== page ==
Medical Marijuana Program Expansion

“Jake’s Law” will reduce limits on the amount of medicinal marijuana that can be purchased by patients enrolled in the medical marijuana program – from 2 ounces to 2.5 ounces monthly.  The bill also creates a new Cannabis Regulatory Commission to control the program, and the commission will also oversee the anticipated recreational marijuana industry.  The law is named after Jake Honig, a 7-year-old boy who died from brain cancer this year who was helped by cannabis oil but could not obtain as much marijuana for medicinal use as needed.

The law also seeks to expand access to marijuana in the form of edibles, protect employees who are registered patients, and expand who may provide marijuana to patients.  Marijuana –  whether used as dried leaves, oil, or other forms such as edibles – can be helpful for certain patients to treat numerous medical conditions causing pain, nausea, dizziness, or seizures.

Recreational Marijuana Program Legalization

Committees from both the New Jersey Senate and New Jersey Assembly approved a bill to legalize weed today.  This means that the bill can advance for a  full vote in the legislature before being signed into law by Governor Murphy.  This is the first bill to make it past the introduction stage.  The bill is meant to make weed legal for possession and personal use for adults 21 and over, with limits set to one ounce or less.

Lawmakers anticipate that there may be changes to the bill before it is finalized.  Important aspects of the bill still being debated include details regarding taxation.  Currently, the bill would include a 12 percent tax, but Governor Murphy is pushing for a higher tax on recreational sales.  There are also questions regarding expungements of past marijuana possession convictions.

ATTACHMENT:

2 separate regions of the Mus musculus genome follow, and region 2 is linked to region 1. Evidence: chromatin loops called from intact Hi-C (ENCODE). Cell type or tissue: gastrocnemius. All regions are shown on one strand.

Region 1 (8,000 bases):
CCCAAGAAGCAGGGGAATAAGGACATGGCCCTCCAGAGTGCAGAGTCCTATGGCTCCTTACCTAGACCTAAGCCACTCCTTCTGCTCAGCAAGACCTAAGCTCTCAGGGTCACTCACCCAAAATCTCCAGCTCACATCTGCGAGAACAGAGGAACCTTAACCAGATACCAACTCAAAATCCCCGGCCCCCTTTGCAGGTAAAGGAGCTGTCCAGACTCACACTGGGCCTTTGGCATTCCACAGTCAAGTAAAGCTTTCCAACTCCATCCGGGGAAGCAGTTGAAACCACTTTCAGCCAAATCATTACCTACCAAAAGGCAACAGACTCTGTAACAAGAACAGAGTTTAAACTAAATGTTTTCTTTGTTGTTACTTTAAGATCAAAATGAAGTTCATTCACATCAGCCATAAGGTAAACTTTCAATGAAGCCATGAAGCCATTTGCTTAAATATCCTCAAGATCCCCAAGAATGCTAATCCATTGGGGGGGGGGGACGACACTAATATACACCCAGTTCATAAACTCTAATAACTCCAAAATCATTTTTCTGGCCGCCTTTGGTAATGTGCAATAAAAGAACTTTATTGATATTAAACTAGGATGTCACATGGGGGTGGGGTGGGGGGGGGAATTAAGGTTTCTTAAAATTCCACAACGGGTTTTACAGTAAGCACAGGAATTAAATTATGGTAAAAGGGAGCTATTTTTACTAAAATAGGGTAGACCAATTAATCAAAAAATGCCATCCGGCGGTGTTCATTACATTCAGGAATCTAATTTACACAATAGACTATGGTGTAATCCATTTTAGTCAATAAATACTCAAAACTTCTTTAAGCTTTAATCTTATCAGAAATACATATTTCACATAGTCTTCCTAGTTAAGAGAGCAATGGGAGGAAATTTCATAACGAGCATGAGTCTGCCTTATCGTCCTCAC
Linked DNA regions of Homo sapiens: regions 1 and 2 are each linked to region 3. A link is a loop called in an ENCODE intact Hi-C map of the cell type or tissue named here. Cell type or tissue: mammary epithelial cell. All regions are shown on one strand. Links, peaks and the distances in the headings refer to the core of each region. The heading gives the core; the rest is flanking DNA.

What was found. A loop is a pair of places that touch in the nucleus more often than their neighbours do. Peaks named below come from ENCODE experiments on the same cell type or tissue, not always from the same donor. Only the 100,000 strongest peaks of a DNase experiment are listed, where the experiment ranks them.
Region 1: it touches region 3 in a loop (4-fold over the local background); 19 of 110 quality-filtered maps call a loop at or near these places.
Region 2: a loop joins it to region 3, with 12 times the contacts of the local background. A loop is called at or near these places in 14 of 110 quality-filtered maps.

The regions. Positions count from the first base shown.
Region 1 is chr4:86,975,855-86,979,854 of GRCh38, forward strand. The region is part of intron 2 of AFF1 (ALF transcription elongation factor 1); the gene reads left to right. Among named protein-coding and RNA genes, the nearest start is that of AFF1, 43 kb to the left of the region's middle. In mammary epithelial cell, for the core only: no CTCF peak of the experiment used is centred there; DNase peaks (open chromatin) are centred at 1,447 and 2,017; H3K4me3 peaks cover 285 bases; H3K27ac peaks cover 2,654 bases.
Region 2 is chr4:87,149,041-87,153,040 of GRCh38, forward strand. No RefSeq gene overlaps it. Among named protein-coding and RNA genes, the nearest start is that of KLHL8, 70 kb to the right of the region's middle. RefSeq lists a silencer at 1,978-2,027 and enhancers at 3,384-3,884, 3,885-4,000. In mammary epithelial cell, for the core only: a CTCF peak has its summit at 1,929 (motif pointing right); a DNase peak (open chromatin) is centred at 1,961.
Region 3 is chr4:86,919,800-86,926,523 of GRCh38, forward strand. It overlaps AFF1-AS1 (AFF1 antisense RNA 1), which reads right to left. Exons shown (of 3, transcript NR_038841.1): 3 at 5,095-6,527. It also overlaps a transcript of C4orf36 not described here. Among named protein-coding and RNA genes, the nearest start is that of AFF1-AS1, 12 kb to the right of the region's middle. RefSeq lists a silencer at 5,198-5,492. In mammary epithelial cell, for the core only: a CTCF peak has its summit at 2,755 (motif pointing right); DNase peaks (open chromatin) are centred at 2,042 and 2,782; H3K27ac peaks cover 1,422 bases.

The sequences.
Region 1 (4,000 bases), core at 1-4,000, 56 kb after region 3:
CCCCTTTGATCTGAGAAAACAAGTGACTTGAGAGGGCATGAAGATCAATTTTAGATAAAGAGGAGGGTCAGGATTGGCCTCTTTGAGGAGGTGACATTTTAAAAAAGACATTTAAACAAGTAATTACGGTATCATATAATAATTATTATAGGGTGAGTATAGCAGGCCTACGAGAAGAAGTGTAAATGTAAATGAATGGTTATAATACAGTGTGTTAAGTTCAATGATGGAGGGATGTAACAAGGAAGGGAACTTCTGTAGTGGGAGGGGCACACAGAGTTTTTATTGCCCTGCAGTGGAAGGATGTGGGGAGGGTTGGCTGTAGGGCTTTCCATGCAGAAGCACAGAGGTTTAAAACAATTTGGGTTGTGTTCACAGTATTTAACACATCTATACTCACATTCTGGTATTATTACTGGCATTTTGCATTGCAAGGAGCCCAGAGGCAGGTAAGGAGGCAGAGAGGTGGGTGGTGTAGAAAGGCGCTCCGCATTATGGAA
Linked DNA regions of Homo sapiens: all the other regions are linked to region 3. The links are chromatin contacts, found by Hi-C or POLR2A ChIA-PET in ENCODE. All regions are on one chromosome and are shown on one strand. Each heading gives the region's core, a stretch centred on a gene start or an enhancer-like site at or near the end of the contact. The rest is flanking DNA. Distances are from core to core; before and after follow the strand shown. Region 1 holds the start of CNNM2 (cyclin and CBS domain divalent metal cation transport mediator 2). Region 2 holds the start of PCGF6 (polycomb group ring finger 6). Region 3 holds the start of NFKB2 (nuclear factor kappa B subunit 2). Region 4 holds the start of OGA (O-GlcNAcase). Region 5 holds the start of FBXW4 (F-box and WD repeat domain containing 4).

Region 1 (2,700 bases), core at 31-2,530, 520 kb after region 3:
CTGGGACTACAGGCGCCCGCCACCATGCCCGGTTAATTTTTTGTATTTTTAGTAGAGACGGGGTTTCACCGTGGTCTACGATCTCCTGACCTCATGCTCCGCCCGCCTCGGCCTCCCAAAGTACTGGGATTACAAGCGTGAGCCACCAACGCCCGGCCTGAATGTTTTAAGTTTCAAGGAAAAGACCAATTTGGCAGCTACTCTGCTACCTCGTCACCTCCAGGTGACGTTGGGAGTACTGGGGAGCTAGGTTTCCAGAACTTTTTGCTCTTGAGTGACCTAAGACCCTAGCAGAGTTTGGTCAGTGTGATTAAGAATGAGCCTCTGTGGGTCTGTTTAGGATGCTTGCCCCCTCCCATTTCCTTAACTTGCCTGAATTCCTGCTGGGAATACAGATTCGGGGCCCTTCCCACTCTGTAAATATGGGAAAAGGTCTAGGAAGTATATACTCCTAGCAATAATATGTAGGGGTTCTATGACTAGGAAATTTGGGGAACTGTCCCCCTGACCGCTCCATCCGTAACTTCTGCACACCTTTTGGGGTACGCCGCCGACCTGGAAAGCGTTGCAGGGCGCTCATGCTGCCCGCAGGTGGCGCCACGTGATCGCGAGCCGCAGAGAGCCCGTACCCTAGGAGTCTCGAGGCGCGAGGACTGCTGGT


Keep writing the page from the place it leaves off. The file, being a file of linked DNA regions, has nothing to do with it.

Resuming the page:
Additionally, some lawmakers have presented opposition to the law, suggesting that DUI and DWI rates have increased in states where marijuana was legalized, due to the increase in individuals driving high.

Smoking Weed and Driving in New Jersey

As always, it will remain illegal in this state to drive while under the influence of marijuana, cannabis, or THC (the active ingredient in marijuana).  Whether marijuana is obtained through the medicinal marijuana program or after it becomes legalized for recreational use, police officers will still treat high drivers the same as drunk drivers.  Although tests for marijuana intoxication are imprecise, there are increasingly more police officers trained and on-the-look-out for drivers under the influence. Anyone suspected of driving while intoxicated due to the marijuana will be arrested.

If a Court finds that a driver was impaired as the result of marijuana, cannabis, THC, or any other intoxicating substance while driving, and that influence resulted in impairment, then the driver can be convicted under DUI and DWI laws in the same way as if the person were driving drunk.

New Jersey Driving-While-High Attorney, Edward M. Janzekovich, Understands DUI Defense

If you or someone you know is pulled over and arrested or charged with intoxicated driving in New Jersey, you should call a good lawyer as soon as possible.  You want someone who keeps up-to-date with New Jersey DUI/DWI law and is ready to fight for your innocence. A good lawyer can make all the difference.  To speak with an experienced New Jersey DWI/DUI lawyer about your situation, call us at 732-257-1137 or contact us online today.  We serve clients throughout the state of New Jersey.